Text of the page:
Whether plain or smoked, scamorza cheese is excellent for dishes where you want mouthwatering, oozing cheese — or you can just eat it raw! Yum!
Pronounced as (skah-MOHR-tsah), this semisoft cheese is easily identifiable by its distinctive pear shape.
Although believed to have originated from Puglia and Calabria, nowadays, it is produced in various southern regions of Italy, like Campania, Basilicata, Abruzzo, and Molise.
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How is it made?
Making scamorza is the same as mozzarella’s, EXCEPT the curds are stretched further to break them.
This extra step is what gives scamorza that drier and firmer texture.
The last step is part of the aging process, wherein they tie and hang the cheese — which creates its distinctive shape and the edible, thin rind that we don’t see in mozzarella.
TYPES OF SCAMORZA CHEESE
- Scamorza bianca
Also referred to as plain or unsmoked scamorza, it’s alabaster in color, with a delicate taste and milky aroma.
- Scamorza affumicata
Otherwise known as smoked scamorza, these are light brown, with a smoky aroma and flavor.
SCAMORZA vs. MOZZARELLA
Both mozzarella and scamorza bianca are stringy and quite delicate in flavor.
However, this is not the case with scamorza affumicata.
While the texture is the same, the flavor and aroma are entirely different — the depth and complexity of the smokiness, in my opinion, makes it even more delicious than mozzarella.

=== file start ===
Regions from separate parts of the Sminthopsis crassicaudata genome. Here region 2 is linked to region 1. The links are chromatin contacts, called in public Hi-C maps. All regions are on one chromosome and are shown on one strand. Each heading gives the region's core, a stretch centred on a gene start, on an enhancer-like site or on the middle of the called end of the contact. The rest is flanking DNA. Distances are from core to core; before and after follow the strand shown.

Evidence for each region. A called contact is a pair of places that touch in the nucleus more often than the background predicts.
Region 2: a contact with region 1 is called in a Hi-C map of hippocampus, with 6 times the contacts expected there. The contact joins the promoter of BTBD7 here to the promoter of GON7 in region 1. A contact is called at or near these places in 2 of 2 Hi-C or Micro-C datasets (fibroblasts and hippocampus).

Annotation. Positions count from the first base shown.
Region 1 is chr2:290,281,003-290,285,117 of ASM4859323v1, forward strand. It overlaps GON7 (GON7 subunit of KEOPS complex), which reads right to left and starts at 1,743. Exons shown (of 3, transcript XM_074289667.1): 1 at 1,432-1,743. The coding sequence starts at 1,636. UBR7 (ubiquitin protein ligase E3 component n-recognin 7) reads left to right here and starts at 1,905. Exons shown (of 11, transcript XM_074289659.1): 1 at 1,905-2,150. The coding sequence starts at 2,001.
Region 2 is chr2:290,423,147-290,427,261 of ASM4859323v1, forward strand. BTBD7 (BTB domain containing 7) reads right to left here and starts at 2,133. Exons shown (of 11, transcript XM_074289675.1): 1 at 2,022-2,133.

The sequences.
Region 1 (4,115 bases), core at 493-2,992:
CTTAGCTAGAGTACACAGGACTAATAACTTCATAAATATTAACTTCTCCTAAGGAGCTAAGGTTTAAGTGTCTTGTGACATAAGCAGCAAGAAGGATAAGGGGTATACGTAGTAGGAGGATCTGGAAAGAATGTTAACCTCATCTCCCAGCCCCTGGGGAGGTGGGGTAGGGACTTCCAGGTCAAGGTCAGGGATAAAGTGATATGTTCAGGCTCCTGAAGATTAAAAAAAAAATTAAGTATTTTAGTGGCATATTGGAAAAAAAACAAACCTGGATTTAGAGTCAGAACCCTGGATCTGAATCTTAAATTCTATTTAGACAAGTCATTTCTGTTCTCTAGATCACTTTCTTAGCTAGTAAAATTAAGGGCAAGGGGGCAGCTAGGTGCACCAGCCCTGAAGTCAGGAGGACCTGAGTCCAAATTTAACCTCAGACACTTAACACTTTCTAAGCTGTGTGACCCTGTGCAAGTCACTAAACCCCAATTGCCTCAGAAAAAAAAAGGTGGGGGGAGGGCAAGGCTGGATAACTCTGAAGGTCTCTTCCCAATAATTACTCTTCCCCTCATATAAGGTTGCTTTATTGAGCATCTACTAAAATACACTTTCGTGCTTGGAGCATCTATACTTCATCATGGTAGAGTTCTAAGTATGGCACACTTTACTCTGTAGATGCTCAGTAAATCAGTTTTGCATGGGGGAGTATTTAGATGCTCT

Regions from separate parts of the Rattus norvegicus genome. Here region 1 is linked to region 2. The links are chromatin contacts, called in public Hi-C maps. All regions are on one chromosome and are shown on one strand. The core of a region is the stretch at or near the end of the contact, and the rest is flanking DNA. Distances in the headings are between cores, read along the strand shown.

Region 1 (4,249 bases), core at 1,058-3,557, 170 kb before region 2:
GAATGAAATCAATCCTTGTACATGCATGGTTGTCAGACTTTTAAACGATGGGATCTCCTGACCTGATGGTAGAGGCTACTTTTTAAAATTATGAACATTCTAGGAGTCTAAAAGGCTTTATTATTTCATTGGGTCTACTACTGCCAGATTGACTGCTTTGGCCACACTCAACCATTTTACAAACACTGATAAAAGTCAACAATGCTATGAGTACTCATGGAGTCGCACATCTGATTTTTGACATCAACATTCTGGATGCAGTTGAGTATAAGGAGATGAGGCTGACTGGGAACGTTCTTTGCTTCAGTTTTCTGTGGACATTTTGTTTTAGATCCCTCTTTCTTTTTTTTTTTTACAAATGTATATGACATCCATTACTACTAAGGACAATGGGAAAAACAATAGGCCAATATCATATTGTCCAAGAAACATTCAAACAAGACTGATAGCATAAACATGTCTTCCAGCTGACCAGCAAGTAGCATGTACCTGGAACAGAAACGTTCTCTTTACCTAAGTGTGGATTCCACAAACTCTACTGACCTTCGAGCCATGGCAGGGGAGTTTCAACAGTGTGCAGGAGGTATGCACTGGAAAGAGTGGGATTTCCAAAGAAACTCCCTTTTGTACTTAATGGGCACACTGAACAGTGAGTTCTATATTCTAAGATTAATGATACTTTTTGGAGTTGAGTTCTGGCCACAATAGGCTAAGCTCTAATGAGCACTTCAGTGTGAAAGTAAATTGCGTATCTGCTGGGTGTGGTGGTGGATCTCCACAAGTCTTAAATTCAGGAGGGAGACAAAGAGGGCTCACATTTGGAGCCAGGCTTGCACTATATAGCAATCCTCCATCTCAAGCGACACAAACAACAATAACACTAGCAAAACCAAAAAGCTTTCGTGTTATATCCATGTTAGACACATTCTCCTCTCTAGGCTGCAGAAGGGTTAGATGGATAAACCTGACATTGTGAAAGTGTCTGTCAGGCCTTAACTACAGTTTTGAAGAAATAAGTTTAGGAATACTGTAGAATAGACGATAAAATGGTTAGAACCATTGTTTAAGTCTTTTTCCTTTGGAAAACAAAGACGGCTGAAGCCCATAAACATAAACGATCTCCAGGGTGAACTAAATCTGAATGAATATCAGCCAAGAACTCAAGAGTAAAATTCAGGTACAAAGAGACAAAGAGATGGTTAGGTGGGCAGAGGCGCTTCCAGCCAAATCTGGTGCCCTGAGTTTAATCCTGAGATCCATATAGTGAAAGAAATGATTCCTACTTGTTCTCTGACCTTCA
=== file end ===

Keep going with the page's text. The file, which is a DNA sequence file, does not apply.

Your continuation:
How is it stored?
You can store the prepacked ones in the refrigerator for several days.
However, once it’s opened, you should try to consume it within three to four days. Longer than this and the cheese gets harder, and the affumicata variety slowly loses its flavor.
Scamorza cheese substitute
The pride of the region of Campania, it’s the go-to cheese if you’re looking for an excellent melting cheese that does not overpower a dish.
Delicate and creamy; hard to go wrong with that. 🙂
Another firm, semi-hard cheese that originated from South Italy but is now produced in some Northern Italian regions, like Lombardy.
Made from cow’s milk and buttery in flavor — but could be sweet or sharp, depending on whether it’s the dolce or piccante variety.
Originally from North Italy, but is now produced in various European countries as well.
It’s a semi-hard cheese that melts well, a bit sweet, buttery, and nutty — and yet, quite pungent compared to the first two possible scamorza substitutes.
How to use scamorza
Use it as a topping for any type of pizza.
The best one I have tried is a quattro formaggi that used scamorza affumicata instead of mozzarella.
The way it complemented gorgonzola – delicious!
- Baked Scamorza
You can use either bianca or affumicata for baking.
When I make this at home, I just sprinkle some pepper and fresh basil leaves on top and enjoy it with a chunk of bread. Oh, and a glass of wine too!
Alternatively, you can add some prosciutto slices or bits of crunchy bacon on top.
Either way, baking scamorza is an excellent idea for an appetizer or snack.
Give it a try! 🙂